Lebanese citizens hold their nation's flag
The Lebanese have developed a unique ability making fun of any type of bad situation. But this defense mechanism, while often amusing, is not a positive sign, but rather one of hopelessness and indifference, writes Ziad Naboulsi. © Joseph Eid - AFP/File
Lebanese citizens hold their nation's flag
Last updated: April 29, 2013

How the Lebanese’s dark humor will keep them “sleeping with the fishes”

The Lebanese have developed a unique ability to make fun of any type of bad situation. But this defense mechanism, while often amusing, is not a positive sign, but rather one of hopelessness and indifference, writes Ziad Naboulsi.

The storm Lebanon is facing is not political this time, it is of natural causes. A polar snowstorm coming from Russia reached the country last Saturday, drowning it in an unprecedented rain shower that crippled daily life. Four people were reported dead, accompanied by huge damages to public and private property. Pictures of people sitting on their drowned cars in the middle of rivers that used to be roads are very common today in Beirut. Hundreds of houses were flooded in what seems more and more like a scene from a movie of what Lebanon will be like after a being struck by a devastating Tsunami.

What is more bizarre than scenes of floods and sinking cars, is that the Lebanese people, as always, bombarded social media sites with jokes and satiric comments that made fun of the current situation. This kind of humor was mastered by the Lebanese after decades of continuous wars, civil strives and natural disasters. Comments like: “I just hit a whale on an intersection,” or “Anybody with a boat can drop me off at work because I only have a car,” or “I told you Noah was right!” or “a mermaid was caught with prostituting in Beirut,” or “All schools closed except for Fish schools,” were shared and retweeted in the Lebanese social sphere.

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Whether it’s a car explosion, people burning tires, armed clashes between militias or floods you’ll find the Lebanese making fun of the situation and inventing jokes. It is amazing how they have the ability to turn any national disaster into jokes and comments. This is one of the little things that this fragmented and divided country has to bind its people: humor, the dark kind. However, humor is a not a healthy sign at all in Lebanon, it is a sign of the hopelessness, indifference and surrender to the hard reality the Lebanese have reached and are living every day.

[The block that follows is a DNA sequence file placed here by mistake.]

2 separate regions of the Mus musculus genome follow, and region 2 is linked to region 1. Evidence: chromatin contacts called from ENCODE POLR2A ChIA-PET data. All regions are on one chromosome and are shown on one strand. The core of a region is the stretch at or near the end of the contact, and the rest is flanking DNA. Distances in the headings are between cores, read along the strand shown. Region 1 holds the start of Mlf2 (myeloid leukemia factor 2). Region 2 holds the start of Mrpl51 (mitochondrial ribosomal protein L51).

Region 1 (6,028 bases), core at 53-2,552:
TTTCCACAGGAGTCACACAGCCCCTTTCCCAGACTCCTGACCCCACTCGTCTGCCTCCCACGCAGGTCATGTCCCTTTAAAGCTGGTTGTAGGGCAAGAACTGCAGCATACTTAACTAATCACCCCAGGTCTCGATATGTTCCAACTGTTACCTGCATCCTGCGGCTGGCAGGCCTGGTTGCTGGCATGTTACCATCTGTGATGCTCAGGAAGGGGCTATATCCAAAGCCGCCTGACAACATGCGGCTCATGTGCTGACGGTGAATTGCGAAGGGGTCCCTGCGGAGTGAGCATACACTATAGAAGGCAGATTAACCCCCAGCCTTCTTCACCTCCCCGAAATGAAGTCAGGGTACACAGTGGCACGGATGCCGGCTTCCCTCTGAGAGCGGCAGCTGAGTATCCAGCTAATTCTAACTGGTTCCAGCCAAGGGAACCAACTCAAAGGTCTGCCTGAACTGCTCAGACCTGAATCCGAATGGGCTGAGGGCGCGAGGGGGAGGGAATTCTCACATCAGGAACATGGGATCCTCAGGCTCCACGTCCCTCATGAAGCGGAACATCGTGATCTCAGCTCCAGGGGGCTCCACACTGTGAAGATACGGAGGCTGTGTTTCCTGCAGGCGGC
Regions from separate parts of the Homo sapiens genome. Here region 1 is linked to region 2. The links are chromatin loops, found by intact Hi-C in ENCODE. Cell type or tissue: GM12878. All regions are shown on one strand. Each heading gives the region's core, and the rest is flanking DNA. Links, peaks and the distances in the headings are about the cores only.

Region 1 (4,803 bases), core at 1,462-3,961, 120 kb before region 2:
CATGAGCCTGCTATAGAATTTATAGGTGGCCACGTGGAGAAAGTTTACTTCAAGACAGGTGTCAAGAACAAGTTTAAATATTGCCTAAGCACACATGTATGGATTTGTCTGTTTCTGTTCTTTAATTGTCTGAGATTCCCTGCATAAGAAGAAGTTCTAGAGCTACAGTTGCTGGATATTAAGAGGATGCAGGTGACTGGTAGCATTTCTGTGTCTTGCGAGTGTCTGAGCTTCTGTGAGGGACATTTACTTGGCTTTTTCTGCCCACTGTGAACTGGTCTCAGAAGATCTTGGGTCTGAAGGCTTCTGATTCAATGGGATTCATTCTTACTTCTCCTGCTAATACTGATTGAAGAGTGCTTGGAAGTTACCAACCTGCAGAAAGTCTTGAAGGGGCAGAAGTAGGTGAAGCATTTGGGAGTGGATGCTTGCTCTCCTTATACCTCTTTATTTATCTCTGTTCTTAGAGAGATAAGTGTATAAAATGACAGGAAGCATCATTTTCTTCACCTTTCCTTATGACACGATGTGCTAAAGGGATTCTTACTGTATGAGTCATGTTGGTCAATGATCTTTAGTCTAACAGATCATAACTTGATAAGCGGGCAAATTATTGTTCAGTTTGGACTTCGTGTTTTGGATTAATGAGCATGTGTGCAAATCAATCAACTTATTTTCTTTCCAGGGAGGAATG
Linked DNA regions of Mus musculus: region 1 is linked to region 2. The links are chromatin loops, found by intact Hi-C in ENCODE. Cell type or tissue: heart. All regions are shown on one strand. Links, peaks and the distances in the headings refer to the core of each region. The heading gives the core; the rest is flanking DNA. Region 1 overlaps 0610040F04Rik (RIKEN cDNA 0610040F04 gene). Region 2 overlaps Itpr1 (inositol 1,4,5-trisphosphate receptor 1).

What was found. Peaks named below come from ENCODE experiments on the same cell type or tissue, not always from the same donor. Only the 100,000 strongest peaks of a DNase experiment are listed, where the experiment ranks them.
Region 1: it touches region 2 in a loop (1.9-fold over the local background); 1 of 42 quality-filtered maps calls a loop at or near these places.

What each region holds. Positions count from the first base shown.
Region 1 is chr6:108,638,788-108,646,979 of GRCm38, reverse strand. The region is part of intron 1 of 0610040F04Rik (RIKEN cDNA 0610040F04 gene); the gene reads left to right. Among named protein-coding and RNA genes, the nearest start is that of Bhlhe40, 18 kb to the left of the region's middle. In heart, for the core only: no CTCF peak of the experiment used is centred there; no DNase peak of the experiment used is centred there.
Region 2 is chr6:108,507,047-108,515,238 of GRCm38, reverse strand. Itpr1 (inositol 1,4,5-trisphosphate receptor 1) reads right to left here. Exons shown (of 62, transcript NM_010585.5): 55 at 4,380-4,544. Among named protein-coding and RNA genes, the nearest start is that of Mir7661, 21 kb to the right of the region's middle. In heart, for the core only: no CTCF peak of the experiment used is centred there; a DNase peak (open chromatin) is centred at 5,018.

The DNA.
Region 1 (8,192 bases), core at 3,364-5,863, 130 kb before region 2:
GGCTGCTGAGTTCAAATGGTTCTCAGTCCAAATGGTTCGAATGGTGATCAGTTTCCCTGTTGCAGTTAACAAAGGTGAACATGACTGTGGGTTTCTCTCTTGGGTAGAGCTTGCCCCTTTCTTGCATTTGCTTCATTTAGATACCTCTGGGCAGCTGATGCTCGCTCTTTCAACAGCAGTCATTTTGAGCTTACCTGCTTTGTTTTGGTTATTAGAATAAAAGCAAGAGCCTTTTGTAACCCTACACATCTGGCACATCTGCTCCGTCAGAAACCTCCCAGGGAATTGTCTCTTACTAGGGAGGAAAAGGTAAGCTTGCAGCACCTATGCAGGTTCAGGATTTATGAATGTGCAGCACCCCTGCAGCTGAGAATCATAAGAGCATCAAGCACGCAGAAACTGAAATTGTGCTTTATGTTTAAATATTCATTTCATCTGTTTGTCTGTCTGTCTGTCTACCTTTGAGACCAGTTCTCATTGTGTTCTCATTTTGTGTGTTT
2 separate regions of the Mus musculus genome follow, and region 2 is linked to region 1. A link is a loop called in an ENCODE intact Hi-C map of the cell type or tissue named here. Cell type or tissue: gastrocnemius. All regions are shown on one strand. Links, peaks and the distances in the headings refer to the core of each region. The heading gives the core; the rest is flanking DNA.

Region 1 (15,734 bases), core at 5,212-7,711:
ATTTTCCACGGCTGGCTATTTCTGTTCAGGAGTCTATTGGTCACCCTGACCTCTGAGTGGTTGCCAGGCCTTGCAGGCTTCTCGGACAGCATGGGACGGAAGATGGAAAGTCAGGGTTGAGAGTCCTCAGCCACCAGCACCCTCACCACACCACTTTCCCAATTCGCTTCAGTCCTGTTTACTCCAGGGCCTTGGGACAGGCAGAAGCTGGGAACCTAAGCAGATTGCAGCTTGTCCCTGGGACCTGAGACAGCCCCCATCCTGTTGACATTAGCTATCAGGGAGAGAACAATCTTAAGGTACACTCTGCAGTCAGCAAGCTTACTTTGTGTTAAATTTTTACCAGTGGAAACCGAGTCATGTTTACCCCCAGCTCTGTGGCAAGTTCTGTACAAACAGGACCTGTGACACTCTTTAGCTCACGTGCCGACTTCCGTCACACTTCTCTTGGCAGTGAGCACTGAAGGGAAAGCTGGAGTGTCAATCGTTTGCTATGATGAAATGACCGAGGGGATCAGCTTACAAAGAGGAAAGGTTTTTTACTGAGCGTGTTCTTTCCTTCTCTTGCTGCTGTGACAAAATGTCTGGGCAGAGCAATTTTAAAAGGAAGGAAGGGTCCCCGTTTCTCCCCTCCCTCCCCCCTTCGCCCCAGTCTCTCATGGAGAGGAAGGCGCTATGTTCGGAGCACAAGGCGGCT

These jokes contribute to bringing the Lebanese to a state of mind described as the “weed effect”; distracted from the initial problem – which they should be furious about – they compete in sharing and laughing about jokes they create. Making fun of every disastrous situation keeps the Lebanese from pointing fingers in the right direction: in the face of the government that failed and keeps failing to protect its citizens from natural or man-made disasters. To some people making jokes is a good indicator of the sense of humor a population has and its willingness to laugh and live no matter how bad the situation is, but coming back to reality, this is a really bad sign.

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But its seems that the Lebanese frustration was transformed into dark humor, and the only feelings of anger left are the ones directed towards each other, that shows itself sometimes by skirmishes or the mini civil wars they practice against each other every now and then. The feeling of indifference that the Lebanese feel towards the hard living conditions they endure is one of the last indicators that Lebanon has very little hope to become better, move forward and prosper. The ability to tell jokes at every disaster is making the Lebanese too “high” to claim what is rightfully theirs: a life with dignity.  

The Lebanese seem to be cheerful, lively and outgoing but the main reason for these mocking jokes for the Lebanese is to escape their harsh reality: the fact that foreign actors, religious leaders, political parties and basically everyone can control, influence and even determine their lives, but they can’t.

The Lebanese will literally “sleep with the fishes” in these coming days, and the worst thing is that all they can do is joke about it.

The views expressed in this article are the author’s and do not necessarily correspond to those of Your Middle East.

Ziad Naboulsi
Ziad Naboulsi is a Lebanese blogger and human rights activist living in Beirut. He works with civil and political rights and refugee issues for a human rights organization called Alef – act for Human Rights. The views expressed are his own. Read his blog www.mowaten.net
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